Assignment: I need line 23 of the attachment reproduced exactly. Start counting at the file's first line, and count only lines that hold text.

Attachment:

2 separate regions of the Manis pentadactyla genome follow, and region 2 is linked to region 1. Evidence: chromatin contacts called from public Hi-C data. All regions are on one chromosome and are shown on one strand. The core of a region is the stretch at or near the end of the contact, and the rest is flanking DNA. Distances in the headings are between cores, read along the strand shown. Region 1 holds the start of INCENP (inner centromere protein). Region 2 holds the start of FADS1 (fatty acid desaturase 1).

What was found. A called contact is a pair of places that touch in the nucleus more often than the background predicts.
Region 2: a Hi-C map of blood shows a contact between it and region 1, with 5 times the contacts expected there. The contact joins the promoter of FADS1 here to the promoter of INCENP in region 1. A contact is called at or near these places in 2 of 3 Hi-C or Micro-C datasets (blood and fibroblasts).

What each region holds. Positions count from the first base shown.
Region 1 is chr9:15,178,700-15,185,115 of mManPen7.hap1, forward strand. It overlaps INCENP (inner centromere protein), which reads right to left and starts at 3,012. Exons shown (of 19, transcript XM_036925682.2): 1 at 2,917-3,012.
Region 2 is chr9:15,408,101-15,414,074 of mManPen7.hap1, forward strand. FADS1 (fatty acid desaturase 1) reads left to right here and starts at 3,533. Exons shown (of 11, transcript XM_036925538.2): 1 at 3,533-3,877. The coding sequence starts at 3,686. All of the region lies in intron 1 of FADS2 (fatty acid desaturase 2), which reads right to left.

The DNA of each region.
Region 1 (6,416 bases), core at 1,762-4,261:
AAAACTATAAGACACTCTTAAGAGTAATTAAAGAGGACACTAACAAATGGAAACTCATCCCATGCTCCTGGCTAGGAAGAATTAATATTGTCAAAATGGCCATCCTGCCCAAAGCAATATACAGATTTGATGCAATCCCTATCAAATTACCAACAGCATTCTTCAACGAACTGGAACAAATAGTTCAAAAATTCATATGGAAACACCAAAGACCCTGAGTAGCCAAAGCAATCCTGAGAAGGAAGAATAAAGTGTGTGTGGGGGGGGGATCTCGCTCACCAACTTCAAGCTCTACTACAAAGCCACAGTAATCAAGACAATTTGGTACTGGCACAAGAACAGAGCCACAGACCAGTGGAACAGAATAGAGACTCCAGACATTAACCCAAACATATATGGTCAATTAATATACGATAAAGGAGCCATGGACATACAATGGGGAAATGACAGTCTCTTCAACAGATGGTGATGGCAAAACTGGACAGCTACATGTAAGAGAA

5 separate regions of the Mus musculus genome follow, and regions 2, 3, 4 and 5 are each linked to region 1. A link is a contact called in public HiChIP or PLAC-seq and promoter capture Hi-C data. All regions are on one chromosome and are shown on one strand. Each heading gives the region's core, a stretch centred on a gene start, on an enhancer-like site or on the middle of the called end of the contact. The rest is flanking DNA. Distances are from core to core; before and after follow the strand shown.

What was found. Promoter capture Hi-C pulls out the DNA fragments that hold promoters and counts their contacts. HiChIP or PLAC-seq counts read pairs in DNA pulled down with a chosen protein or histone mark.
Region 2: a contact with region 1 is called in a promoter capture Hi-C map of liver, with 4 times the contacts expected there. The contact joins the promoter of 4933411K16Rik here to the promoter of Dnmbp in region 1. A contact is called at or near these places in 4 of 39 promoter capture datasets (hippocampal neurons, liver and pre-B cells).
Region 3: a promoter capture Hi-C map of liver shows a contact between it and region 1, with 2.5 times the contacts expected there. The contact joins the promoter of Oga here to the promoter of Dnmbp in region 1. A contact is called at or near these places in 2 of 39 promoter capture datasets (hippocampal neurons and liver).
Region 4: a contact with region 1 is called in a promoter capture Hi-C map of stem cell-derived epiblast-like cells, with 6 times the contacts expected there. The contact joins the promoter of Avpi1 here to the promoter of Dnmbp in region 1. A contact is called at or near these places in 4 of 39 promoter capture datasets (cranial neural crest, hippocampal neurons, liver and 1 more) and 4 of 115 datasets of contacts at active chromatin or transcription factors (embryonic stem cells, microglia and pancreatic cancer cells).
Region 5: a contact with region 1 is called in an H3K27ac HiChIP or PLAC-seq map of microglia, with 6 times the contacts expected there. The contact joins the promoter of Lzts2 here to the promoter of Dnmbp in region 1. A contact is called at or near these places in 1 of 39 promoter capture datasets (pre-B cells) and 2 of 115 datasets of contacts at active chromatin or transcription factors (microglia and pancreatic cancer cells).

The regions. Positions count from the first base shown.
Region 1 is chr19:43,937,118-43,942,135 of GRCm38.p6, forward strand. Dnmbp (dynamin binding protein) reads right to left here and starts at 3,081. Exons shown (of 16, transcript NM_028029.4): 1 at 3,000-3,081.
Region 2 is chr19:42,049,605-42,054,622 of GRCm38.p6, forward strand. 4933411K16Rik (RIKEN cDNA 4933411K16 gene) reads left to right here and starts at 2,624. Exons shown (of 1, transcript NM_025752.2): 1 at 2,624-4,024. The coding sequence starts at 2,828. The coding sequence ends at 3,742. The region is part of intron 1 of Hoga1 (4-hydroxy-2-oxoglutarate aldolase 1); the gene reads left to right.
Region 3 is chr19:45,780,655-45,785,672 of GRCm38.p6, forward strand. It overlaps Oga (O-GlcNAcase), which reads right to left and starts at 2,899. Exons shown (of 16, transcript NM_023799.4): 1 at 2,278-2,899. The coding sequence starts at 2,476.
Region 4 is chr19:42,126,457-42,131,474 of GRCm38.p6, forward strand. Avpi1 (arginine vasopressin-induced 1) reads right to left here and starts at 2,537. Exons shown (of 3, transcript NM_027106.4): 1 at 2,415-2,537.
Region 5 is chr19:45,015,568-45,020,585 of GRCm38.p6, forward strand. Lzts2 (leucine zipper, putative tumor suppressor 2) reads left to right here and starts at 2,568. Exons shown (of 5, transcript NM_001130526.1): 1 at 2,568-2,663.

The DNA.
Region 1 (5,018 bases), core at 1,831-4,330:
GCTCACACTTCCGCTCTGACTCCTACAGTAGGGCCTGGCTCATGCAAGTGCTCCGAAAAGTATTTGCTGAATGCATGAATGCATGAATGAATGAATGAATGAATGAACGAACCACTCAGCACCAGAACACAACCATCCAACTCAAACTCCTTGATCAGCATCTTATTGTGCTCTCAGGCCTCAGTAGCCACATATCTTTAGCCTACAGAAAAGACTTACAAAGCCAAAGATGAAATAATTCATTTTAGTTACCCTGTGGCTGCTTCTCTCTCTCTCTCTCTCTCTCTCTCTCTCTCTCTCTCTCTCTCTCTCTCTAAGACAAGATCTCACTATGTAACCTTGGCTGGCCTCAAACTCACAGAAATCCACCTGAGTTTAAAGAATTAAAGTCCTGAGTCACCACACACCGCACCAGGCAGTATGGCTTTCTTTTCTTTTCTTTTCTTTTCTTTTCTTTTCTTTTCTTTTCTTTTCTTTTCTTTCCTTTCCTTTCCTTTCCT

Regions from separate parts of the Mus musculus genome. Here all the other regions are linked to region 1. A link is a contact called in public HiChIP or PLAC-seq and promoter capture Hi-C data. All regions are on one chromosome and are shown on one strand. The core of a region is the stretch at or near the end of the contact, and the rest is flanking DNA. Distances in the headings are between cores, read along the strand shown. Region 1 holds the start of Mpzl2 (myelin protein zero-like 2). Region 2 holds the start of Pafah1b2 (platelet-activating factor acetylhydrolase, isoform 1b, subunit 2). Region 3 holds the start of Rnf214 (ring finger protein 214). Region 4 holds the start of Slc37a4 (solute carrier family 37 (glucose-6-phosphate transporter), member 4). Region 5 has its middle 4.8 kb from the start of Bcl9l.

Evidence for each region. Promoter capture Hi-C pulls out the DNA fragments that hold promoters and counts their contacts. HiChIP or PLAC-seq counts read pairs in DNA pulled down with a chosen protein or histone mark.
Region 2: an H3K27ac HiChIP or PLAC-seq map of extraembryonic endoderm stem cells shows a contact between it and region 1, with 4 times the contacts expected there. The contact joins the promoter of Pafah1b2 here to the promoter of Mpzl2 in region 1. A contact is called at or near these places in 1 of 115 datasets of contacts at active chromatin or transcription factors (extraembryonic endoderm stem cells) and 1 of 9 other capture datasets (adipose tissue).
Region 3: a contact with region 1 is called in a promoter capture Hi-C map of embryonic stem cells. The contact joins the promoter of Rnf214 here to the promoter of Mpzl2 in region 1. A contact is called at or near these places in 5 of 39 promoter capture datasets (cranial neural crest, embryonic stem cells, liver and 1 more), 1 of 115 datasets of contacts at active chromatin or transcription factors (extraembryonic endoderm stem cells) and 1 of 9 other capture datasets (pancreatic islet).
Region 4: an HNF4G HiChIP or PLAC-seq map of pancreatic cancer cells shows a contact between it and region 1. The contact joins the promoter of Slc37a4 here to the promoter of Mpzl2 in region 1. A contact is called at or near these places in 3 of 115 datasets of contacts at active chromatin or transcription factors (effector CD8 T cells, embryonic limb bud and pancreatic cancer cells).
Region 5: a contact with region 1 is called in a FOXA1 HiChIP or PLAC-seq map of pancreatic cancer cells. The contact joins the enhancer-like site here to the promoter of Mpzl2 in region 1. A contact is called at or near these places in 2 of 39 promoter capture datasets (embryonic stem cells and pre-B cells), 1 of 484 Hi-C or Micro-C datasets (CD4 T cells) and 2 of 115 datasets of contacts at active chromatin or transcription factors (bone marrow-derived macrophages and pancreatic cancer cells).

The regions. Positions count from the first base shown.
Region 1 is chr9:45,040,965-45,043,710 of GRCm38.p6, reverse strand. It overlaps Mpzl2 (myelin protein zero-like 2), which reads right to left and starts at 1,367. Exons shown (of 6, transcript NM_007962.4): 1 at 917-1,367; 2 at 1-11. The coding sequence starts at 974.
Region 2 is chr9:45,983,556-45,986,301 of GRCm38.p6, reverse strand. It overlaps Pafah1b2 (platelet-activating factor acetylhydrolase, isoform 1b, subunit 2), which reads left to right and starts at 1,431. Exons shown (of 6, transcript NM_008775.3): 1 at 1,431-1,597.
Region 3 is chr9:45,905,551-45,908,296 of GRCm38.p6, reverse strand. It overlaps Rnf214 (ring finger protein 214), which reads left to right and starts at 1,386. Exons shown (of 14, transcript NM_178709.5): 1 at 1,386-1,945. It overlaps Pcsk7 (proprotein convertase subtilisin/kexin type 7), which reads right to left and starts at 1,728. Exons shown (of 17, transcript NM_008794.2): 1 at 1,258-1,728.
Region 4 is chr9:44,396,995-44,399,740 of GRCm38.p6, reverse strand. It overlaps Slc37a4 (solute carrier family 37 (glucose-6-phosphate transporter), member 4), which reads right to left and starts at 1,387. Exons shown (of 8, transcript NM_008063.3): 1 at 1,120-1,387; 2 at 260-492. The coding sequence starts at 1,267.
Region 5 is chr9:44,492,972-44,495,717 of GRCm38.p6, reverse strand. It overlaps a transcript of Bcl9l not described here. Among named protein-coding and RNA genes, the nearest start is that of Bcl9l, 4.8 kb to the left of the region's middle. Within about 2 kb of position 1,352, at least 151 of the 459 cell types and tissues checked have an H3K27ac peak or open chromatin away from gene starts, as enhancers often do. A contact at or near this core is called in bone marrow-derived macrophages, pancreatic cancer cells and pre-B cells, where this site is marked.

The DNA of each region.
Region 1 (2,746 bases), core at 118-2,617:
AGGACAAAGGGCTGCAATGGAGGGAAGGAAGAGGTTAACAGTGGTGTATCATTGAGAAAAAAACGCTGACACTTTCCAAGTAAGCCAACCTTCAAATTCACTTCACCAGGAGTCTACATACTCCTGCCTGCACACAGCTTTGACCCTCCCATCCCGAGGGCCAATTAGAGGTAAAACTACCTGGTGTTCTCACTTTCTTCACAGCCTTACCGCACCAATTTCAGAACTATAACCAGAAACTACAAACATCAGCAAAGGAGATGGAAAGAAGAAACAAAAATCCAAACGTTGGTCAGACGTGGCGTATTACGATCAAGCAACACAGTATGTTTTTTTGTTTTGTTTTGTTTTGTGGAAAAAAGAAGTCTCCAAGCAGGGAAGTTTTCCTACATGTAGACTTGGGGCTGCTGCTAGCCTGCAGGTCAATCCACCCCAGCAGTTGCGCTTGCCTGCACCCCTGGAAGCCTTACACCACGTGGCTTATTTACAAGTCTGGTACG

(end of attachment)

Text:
Region 1 (5,018 bases), core at 1,831-4,330: